Toggle Talk with Happy Co’s VP of Product Phill Claxton

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Phill Claxton has implemented feature flags in three different organizations. As a driving force on the business side, he’s seen his company evolve and witnessed firsthand the difference feature management has made in the overall progress of the company. When it comes to the most fundamental benefits of feature flagging, he points to continuous delivery and the speed of learning. Phill is VP of Product at HappyCo, COO at Storekat.com and a cross-functional consultant for early startups.

How long have you been feature flagging?

I’ve been a fanboy of feature flags for a little while. They’re a strange thing to love but it’s the result of implementing them that has made such a huge difference in my life, and the companies I’ve been involved with.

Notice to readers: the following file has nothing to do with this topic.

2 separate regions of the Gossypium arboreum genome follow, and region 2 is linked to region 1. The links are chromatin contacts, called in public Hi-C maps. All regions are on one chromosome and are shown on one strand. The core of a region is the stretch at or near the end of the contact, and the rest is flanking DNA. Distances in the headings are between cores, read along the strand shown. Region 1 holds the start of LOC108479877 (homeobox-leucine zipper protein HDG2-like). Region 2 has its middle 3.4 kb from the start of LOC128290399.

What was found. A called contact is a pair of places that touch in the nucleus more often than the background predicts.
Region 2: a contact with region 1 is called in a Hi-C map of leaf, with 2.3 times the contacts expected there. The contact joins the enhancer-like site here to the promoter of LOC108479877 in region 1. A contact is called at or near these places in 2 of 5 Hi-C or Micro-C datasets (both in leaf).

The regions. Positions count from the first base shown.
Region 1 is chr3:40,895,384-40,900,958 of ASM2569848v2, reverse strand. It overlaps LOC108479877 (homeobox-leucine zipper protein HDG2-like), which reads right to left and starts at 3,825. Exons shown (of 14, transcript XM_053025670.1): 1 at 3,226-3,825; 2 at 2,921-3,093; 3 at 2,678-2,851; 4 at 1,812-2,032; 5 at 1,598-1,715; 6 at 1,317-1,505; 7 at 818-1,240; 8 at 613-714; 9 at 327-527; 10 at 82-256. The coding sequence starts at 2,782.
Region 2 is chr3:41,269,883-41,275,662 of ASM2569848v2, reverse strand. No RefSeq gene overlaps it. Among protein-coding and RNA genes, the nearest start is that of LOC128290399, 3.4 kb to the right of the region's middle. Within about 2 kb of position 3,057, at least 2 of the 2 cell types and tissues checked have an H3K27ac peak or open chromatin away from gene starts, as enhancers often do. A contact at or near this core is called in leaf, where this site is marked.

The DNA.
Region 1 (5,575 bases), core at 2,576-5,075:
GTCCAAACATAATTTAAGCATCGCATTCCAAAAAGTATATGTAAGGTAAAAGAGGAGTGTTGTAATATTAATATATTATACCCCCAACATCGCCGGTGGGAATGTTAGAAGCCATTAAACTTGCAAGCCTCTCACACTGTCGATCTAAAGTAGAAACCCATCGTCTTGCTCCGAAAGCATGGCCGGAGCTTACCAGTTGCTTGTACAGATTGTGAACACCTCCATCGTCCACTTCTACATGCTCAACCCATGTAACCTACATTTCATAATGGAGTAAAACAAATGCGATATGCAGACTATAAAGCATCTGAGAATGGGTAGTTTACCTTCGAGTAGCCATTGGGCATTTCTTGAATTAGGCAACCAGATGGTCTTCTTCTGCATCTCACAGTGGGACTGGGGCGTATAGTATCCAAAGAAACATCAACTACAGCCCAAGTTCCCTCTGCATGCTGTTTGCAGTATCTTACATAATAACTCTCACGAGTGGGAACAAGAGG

I think I can trace my first exposure back to a HubSpot article in 2015. We were faced with a challenge at a startup that I founded down here in New Zealand called DeskDirector. We had maybe 150 – 200 customers/accounts at the time, and we were hitting a challenge that’s a telltale sign for those on the other side of learning about feature flags. We had a very small development team, and it was very hard for us to do multiple things. We needed to decide what to build next and measure the impact from it.

We had made some pretty substantial failures, it’d be fair to say. We’d launch features that we thought were going to help the many but when they failed we realized it was the false wisdom of the few.

“So we were trying to work out a way to learn faster.”

At the same time we were thinking about how we can restructure our pricing, and it sort of came together when we read that Hubspot article. We realized we needed to control the release of features we were working on to cohorts of customers. That way we could quickly decide whether this had the broader appeal to launch to our greater market.

When do you think feature flagging is most useful?